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Chapter 1:
Where is Captain Kirk
When We Need Him?

When I was a kid I watched Captain Kirk every afternoon when I’d get home from school. On weekends we pretended to be Captain Kirk; there was always an argument on who got to be who. I always wanted to be Kirk or Spock but everybody else did too. Every now and then I pretended to be Mr. Scott, but James T. Kirk was the one we all truly wanted to be.

In our backyard there was this huge pine tree. That thing had to be at least a hundred and twenty feet tall and was so big that my older brother and I culd not reach around and touch each other’s hands on the other side. We built a platform up in the top of that tree and we would climb up that thing all the time. We didn’t build that platform just to make our parents nervous or just to have a treehouse way away from everybody. No, that wasn’t it at all. You see we were just outside the Rocket City—Huntsville, Alabama. When we climbed up the tree we could see everything in north Alabama, including across the river where the NASA Marshall Space Flight Center was. It was right there on the Redstone Arsenal where Wernher Von Braun started the whole space thing. When they would do engine tests across the river, we could see the smoke plumes. We could hear the roaring thunderous sound of the rocket engines pouring out exhaust and thrust, and it would rattle the windows of our house.

Man I miss those days. I miss that excitement. That roar into the unknown. I miss that feeling that we were going to go out there to the unknown and get to know it, tame it, and make it ours! That is what America is missing right now.

I remember being thrilled, just absolutely thrilled, to get to watch the rocket testing. It made me really feel like Captain Kirk. At one point, when I was about ten or twelve or so, NASA flew the new Space Shuttle Enterprise test vehicle into Huntsville, Alabama. It was parked out at the Space Center and I went and took pictures of that thing.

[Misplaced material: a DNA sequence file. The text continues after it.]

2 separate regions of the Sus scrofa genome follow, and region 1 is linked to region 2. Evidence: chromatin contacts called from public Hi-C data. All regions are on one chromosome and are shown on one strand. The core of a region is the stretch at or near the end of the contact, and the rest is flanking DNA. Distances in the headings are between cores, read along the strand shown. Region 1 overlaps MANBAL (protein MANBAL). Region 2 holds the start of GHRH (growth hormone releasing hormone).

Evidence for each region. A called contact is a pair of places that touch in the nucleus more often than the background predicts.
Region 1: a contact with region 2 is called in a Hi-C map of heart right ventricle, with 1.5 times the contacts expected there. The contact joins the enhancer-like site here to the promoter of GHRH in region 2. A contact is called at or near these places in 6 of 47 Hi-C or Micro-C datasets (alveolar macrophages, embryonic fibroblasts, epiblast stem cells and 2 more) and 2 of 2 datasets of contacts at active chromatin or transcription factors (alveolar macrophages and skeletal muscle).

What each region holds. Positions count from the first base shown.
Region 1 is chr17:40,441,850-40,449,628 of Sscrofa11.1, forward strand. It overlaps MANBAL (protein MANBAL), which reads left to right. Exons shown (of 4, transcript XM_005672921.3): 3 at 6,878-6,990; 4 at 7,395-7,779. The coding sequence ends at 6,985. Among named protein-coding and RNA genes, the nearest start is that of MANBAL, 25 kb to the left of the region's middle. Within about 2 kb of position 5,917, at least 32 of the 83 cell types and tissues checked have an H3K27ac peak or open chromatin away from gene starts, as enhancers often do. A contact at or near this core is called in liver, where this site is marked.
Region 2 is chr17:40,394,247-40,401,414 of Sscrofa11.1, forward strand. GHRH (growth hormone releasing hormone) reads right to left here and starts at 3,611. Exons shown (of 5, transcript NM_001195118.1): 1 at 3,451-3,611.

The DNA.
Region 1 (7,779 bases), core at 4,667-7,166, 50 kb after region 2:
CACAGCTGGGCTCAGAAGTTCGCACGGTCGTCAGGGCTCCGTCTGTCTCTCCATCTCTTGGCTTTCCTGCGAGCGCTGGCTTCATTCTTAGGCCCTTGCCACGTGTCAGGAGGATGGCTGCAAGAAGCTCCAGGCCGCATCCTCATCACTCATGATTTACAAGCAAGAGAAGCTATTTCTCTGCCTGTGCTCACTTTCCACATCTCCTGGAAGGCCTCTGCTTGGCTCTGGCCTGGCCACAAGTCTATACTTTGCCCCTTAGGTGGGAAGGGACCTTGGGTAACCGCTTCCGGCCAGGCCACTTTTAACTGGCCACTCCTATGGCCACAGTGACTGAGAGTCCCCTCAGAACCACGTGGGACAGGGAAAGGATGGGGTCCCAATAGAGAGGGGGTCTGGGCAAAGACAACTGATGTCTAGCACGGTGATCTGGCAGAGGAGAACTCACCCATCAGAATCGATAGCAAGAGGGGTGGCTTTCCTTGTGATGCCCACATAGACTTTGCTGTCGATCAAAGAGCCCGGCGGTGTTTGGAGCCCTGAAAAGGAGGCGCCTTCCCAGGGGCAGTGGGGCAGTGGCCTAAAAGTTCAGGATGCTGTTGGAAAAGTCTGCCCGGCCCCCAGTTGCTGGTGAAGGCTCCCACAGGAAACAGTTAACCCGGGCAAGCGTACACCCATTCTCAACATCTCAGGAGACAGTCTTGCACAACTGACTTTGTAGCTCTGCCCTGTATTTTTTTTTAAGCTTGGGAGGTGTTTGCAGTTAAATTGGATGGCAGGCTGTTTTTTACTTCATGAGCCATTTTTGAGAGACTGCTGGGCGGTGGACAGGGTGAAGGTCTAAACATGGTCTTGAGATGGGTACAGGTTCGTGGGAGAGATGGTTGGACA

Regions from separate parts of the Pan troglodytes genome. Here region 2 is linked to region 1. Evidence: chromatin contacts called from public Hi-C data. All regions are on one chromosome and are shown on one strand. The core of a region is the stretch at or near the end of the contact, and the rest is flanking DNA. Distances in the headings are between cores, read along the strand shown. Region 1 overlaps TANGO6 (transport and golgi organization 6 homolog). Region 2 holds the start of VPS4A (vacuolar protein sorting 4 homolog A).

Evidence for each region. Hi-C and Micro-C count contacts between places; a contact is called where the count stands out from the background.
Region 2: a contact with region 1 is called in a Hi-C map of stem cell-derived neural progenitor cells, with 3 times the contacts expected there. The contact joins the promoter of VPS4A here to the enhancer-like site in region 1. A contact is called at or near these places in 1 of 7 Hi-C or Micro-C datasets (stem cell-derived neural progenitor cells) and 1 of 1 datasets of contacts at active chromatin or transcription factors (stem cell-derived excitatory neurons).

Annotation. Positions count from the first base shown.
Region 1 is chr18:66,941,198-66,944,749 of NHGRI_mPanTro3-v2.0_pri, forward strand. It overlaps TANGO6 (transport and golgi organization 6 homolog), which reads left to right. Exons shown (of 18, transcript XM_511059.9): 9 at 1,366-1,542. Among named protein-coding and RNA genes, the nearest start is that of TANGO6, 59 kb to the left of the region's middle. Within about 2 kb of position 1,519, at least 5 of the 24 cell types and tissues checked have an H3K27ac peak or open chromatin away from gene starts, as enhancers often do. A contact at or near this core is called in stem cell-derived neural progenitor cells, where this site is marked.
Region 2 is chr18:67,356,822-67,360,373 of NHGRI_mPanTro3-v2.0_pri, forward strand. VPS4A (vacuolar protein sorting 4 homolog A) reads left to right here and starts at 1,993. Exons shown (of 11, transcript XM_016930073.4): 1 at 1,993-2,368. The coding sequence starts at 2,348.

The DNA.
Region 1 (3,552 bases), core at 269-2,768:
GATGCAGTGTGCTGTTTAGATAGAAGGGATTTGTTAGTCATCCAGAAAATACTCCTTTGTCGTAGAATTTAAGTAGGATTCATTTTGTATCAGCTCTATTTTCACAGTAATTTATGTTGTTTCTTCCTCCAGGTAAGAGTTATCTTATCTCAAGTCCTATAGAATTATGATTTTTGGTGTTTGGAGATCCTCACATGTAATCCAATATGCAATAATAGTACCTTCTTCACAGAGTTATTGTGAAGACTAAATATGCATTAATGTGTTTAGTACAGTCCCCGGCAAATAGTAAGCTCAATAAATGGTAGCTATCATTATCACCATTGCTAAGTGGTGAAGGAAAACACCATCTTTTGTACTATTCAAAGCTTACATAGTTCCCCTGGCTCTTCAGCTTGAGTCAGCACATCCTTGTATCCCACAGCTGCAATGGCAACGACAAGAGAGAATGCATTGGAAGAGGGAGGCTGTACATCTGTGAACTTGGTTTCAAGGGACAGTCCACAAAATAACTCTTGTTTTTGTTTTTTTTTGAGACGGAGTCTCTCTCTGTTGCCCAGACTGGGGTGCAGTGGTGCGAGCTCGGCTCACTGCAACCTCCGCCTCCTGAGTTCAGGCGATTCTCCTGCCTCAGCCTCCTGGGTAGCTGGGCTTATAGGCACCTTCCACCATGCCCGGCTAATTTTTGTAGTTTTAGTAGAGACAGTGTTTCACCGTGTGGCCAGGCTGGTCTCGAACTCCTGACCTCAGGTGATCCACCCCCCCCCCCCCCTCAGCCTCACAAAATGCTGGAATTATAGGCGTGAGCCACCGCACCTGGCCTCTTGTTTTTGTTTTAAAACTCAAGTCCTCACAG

There was no doubt in our minds that we were going to get to retire on the moon. And our kids no doubt would be able to live up there or at least vacation there. And their kids were going to get to vacation on Mars. There was always the hope that somebody in those big government research programs was going to end up with a warp drive and we would soon be exploring Rigel 7, or Tau Ceti 8, or even Vulcan.

Kids growing up today have no clue how absolutely thrilling and exciting it was to watch Captain Kirk and Mr. Spock on the TV in the afternoons. And to feel it and see it. See it—in the form of the current space program—on the news in the afternoons. And just to know, by God, that America was first in space, would always be first in space, and that one day all of us would have the opportunity to go to space. That final frontier was ripe for the picking and it was America’s choice to pick. We were all going to be Captain Kirk!

So what the crap happened!?

When I was in high school everybody wanted to be a scientist, an engineer, or a fighter pilot so they could become an astronaut. If they didn’t actually fly in the things, they at least wanted to work on ’em. Spaceships that America was building to take us to the final frontier were going to be a reality very soon, seemed like. When I was in graduate school there were one hundred and twenty students in the physics department at our local university. There were hundreds of kids and we had all the engineering curriculums. Now twenty years later there’s about eight kids in the physics department. But at least the engineering department is still alive and kicking. Mechanical and aerospace do okay because of the big need for UAVs nowadays. But there is almost zero work being done on space vehicles.

I was peripherally on a program that NASA tried to do for about two or three years called “Breakthrough Propulsion Physics.” One bright guy at NASA named Mark Millishoped that he could use enthusiasts, tenured professors, and graybeards across the country to, on their own dime mostly, work on concepts like warp drives and teleporters. It didn’t last long because there was no money in there. I think throughout the total length of the program there were a few million dollars to be had for government, academia, and industry. Think about that. After overhead and taxes, a single person, whether he makes $50,000 or $100,000 per year, still costs the company, government, or university about $250,000 per year. So, the Breakthrough Propulsion Physics program had enough money to keep about five people employed per year. Two of them were at NASA, Mark Millis and his assistant. So, that left enough money to keep about three more people thinking about how to build a warp drive. The most difficult breakthrough physics in the history of mankind is not going to be accomplished by hiring three people.